War and Peace: The Friendship of Louis Chevrillon and Herbert Hoover

Part 3

By Thomas F. Schwartz

Sustained by Hoover’s loan of 100,000 francs, Chevrillon also received infrequent shipments of food aid through Hoover’s Lisbon agents.  By 1942 Chevrillon reported that, “the markets are empty….the harvests for next year are announced as poor.”  He added, “already the ration itself is insufficient for normal feeding and the children suffer seriously.  The death of all the little children is increasing in a terrible way.”  In spite of these hardships, Chevrillon took time to send his condolences on October 26, 1944 to Hoover upon hearing of the death of Lou Henry Hoover.  “My wife and I wish to tender to you our sincere condolence for the great loss that you have sustained by the death of Mrs. Hoover,” wrote Chevrillon.  “we both had towards her a great feeling of affection and gratitude and will never forget her kindness to us in the far distant days of 1917.”

In this same letter Chevrillon describes the condition of his own family:

“My eldest daughter, Monique, is now married to an aviation officer who has been all through the 1940 campaign during which he has had several very narrow escapes.  He succeeded in November 1942 in joining North Africa and has been at some front or other ever since.  He commands now a battalion of parachutists largely employed as a ‘troupe de choc [shock troops].’  Monique is now a full-fledged government nurse and will shortly join her husband at the front.  For the last two years she and her sister, Genevieve, have been actively employed in the ‘Resistance’ mostly helping British and American aviators fallen in or near Paris.  Several of them have come to our house and stayed with us to our great joy.  But they had to change lodgings every second day at least and the children were busily employed finding hospitable friends who took them in.

Her sister, Genevieve, is now engaged to young Guy di Boyston who was quite a young chief of the ‘Resistance’ in Paris.  He was the head of an organization most members of which were taken by the Gestapo; he remained practically alone and had to assume the greatest responsibilities and risk.  Several of his friends were shot or very roughly handled by the Germans.

My eldest son, Rene, in March 1942, just eighteen years of age, left us for North Africa.  He crossed the Pyrenees Mountains at an altitude of 9000 feet with snow up to his waist and only succeeded to reach Spain and fall into the hands of the Spanish Police.  For two months, he was in prison.  Finally in June 1942, he reached Barcelona where he had to stay five months before he could embark for Casablanca.  He immediately entered the Naval School there and we just heard that he has been through all his exams and is now a young Midshipman not 20 years of age embarking on his first boat at Beyrout.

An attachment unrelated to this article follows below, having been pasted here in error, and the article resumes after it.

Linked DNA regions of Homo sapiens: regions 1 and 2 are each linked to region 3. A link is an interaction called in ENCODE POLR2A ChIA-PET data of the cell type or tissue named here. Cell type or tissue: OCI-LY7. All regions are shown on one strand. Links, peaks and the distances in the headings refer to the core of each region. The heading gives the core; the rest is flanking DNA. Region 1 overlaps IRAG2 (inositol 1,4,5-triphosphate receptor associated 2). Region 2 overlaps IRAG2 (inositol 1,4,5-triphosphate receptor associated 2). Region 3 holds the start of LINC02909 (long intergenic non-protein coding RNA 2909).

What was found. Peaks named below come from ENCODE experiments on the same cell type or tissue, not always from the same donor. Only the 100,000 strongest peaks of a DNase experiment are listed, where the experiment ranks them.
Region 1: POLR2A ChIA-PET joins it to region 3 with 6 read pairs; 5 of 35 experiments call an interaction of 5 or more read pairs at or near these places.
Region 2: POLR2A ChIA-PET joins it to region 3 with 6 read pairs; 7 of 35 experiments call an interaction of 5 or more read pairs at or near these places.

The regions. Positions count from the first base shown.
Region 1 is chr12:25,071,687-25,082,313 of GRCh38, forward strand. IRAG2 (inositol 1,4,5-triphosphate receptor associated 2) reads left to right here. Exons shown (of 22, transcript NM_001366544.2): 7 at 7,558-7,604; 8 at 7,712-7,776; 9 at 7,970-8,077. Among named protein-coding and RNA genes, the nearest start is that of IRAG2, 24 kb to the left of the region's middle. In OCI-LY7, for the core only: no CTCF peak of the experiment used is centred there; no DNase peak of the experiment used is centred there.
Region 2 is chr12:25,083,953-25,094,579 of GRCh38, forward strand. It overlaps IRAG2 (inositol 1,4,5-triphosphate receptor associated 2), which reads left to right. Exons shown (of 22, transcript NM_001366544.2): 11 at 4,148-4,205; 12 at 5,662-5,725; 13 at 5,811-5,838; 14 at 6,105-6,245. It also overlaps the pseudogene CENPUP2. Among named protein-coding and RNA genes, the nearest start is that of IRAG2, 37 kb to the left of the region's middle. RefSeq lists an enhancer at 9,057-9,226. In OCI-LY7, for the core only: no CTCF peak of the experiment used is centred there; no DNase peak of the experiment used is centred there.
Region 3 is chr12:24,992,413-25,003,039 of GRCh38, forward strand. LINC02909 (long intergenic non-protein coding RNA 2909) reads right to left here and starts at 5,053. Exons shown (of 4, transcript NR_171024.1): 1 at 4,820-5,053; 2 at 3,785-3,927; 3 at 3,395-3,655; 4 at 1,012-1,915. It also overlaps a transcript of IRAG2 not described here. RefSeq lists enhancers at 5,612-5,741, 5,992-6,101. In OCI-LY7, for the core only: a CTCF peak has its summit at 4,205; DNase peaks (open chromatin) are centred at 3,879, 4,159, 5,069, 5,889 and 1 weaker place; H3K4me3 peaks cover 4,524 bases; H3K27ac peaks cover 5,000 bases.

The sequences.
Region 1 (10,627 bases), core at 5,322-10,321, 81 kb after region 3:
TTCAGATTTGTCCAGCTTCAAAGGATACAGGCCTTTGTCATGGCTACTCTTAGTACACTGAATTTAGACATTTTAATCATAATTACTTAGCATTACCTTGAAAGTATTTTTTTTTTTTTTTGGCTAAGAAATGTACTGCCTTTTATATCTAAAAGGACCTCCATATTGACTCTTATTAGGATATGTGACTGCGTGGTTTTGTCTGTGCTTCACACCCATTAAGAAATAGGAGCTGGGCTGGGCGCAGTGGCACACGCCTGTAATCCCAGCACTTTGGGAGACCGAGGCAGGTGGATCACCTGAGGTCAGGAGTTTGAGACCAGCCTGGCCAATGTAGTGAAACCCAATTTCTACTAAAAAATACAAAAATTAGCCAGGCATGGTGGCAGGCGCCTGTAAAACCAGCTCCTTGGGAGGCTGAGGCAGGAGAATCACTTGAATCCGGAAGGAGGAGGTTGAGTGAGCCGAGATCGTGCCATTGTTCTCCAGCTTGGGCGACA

My youngest son—15 years—is still at school, had got his B.A. and has acted as a kind of errand boy for his sisters all through their activities.

Now we have a feeling of immense relief but the sky is not clear yet and we must, alas! submit to another winter of war with no coal, very little electric power and a frightfully high cost of living.”

Always the loyal friend, Hoover penciled out a grocery list of items to be sent to Chevrillon including coffee, soap, cocoa, tea, chocolate, bouillon cubes and dehydrated soups.  Bernice “Bunny” Miller, Hoover’s secretary, made regular orders through R.R. Macy & Company to have these basic items shipped to Chevrillon.  On April 20, 1945 a grateful Chevrillon wrote Hoover: “What is to me of the greatest value is the kind and friendly interest taken by my American friends in my welfare and that of my family as we say in French ‘La facon de donner vaut mieux que ce qu’on donne [How to give is better than what you give or The way of giving is better than what is given].’  The Hoover/Chevrillon correspondence continued until Chevrillon’s death in 1955.  Details of the political controversies in post-war France and Europe were often the topics.  Chevrillon promised to send materials documenting the period of the war and aftermath to the Hoover Institution at Stanford.  Upon Chevrillon’s death, his wife Hedwige, continued to update Hoover on family matters and life in France.  Hedwige was an accomplished writer and frequently sent her published poems to Hoover as ongoing expressions of their friendship.  The last significant act of friendship was Hoover’s February 3, 1958 letter to Wilber Brucker, Secretary of the Army, asking Brucker to reinstate the security clearance for Rene Chevrillon, one of Louis’s sons.  Because Rene’s brother-in-law had a brief involvement with the French Communist Party in the immediate aftermath of the war, US officials felt Rene a security risk.  Hoover’s intervention seemed to make the difference.

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